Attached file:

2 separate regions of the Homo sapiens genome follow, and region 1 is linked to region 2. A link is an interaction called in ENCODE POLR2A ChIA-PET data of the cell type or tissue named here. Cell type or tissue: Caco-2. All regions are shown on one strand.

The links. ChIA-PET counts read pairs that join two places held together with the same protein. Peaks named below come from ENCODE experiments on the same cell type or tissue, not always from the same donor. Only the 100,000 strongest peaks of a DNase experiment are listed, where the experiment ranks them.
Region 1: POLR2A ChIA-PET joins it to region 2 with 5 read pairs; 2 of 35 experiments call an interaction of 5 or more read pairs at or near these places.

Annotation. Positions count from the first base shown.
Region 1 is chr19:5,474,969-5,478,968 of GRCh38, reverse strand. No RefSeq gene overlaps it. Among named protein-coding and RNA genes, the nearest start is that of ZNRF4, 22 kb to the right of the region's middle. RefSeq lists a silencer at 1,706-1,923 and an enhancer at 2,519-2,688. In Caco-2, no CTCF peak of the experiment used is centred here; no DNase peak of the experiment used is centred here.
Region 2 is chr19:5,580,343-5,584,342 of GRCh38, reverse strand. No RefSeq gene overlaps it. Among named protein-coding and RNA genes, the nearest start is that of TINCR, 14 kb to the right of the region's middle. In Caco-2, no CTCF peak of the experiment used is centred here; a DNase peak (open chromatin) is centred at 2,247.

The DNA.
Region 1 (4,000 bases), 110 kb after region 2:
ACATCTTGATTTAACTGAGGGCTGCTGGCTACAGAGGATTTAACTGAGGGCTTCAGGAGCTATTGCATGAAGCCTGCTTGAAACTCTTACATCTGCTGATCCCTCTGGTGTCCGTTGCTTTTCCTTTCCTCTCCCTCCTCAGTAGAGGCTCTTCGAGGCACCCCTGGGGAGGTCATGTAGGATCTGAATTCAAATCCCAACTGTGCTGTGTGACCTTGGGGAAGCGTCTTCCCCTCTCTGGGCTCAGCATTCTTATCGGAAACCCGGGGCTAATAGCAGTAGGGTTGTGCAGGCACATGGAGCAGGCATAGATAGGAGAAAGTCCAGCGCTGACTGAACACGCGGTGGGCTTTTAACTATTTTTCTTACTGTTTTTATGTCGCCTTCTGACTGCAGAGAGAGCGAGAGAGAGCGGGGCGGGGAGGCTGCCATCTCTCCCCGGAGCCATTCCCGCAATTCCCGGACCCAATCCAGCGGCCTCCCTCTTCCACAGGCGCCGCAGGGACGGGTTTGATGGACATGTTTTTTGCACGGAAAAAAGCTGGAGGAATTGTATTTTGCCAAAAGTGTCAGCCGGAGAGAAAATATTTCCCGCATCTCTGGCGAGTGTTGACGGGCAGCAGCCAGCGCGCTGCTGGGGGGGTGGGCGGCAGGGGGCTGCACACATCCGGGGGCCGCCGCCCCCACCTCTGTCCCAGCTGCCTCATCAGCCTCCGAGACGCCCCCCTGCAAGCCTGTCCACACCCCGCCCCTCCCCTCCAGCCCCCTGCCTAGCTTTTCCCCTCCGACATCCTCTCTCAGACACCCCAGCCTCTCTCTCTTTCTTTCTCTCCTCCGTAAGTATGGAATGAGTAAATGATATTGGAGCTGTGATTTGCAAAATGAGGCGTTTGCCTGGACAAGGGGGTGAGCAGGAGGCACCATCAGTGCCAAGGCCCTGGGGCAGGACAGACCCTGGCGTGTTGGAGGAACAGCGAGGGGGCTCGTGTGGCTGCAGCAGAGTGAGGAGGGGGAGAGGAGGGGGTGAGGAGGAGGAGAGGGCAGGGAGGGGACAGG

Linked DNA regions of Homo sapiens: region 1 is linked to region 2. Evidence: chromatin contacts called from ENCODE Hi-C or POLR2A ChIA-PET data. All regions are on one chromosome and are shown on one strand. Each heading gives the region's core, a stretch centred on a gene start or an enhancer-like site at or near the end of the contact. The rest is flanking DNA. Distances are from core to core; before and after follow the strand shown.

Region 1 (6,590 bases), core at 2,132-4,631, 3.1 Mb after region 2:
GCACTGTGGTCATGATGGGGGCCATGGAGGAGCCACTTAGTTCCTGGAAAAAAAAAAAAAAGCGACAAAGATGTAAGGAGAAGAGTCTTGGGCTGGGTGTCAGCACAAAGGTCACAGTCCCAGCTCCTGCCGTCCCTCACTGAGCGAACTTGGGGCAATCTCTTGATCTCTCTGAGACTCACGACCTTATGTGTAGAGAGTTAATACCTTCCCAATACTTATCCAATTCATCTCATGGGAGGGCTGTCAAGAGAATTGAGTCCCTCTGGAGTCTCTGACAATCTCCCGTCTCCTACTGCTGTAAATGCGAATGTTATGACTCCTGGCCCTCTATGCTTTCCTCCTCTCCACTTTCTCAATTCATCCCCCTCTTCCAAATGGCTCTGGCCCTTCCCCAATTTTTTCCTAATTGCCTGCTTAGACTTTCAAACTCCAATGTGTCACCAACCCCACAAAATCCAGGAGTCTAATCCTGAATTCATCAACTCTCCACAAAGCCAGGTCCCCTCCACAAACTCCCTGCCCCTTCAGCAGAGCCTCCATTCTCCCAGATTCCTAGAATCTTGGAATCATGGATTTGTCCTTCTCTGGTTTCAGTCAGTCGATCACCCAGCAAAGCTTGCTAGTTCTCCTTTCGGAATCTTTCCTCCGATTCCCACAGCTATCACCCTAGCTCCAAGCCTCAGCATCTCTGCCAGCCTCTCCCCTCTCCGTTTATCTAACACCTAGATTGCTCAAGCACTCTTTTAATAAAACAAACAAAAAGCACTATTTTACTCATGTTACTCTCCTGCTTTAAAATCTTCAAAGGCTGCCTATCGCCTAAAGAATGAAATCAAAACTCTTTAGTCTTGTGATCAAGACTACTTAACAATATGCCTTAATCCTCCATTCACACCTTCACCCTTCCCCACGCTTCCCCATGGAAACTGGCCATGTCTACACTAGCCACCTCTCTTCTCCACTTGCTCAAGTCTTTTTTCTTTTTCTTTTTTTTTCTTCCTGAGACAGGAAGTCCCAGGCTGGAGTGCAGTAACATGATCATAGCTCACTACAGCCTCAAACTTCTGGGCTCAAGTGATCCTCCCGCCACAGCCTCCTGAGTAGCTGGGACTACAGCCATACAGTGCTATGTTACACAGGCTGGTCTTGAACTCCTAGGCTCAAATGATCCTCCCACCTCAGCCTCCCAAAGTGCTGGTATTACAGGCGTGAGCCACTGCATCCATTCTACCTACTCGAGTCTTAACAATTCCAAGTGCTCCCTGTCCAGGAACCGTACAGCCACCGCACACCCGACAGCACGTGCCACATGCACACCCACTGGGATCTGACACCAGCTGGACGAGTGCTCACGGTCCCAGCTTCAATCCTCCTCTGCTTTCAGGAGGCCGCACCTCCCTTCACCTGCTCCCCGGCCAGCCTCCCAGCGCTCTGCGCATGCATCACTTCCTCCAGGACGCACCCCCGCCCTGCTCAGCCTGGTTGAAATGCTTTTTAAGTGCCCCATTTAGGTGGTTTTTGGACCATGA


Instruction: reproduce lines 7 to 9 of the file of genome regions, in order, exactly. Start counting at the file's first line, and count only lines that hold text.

The DNA.
Region 1 (4,000 bases), 110 kb after region 2:
ACATCTTGATTTAACTGAGGGCTGCTGGCTACAGAGGATTTAACTGAGGGCTTCAGGAGCTATTGCATGAAGCCTGCTTGAAACTCTTACATCTGCTGATCCCTCTGGTGTCCGTTGCTTTTCCTTTCCTCTCCCTCCTCAGTAGAGGCTCTTCGAGGCACCCCTGGGGAGGTCATGTAGGATCTGAATTCAAATCCCAACTGTGCTGTGTGACCTTGGGGAAGCGTCTTCCCCTCTCTGGGCTCAGCATTCTTATCGGAAACCCGGGGCTAATAGCAGTAGGGTTGTGCAGGCACATGGAGCAGGCATAGATAGGAGAAAGTCCAGCGCTGACTGAACACGCGGTGGGCTTTTAACTATTTTTCTTACTGTTTTTATGTCGCCTTCTGACTGCAGAGAGAGCGAGAGAGAGCGGGGCGGGGAGGCTGCCATCTCTCCCCGGAGCCATTCCCGCAATTCCCGGACCCAATCCAGCGGCCTCCCTCTTCCACAGGCGCCGCAGGGACGGGTTTGATGGACATGTTTTTTGCACGGAAAAAAGCTGGAGGAATTGTATTTTGCCAAAAGTGTCAGCCGGAGAGAAAATATTTCCCGCATCTCTGGCGAGTGTTGACGGGCAGCAGCCAGCGCGCTGCTGGGGGGGTGGGCGGCAGGGGGCTGCACACATCCGGGGGCCGCCGCCCCCACCTCTGTCCCAGCTGCCTCATCAGCCTCCGAGACGCCCCCCTGCAAGCCTGTCCACACCCCGCCCCTCCCCTCCAGCCCCCTGCCTAGCTTTTCCCCTCCGACATCCTCTCTCAGACACCCCAGCCTCTCTCTCTTTCTTTCTCTCCTCCGTAAGTATGGAATGAGTAAATGATATTGGAGCTGTGATTTGCAAAATGAGGCGTTTGCCTGGACAAGGGGGTGAGCAGGAGGCACCATCAGTGCCAAGGCCCTGGGGCAGGACAGACCCTGGCGTGTTGGAGGAACAGCGAGGGGGCTCGTGTGGCTGCAGCAGAGTGAGGAGGGGGAGAGGAGGGGGTGAGGAGGAGGAGAGGGCAGGGAGGGGACAGG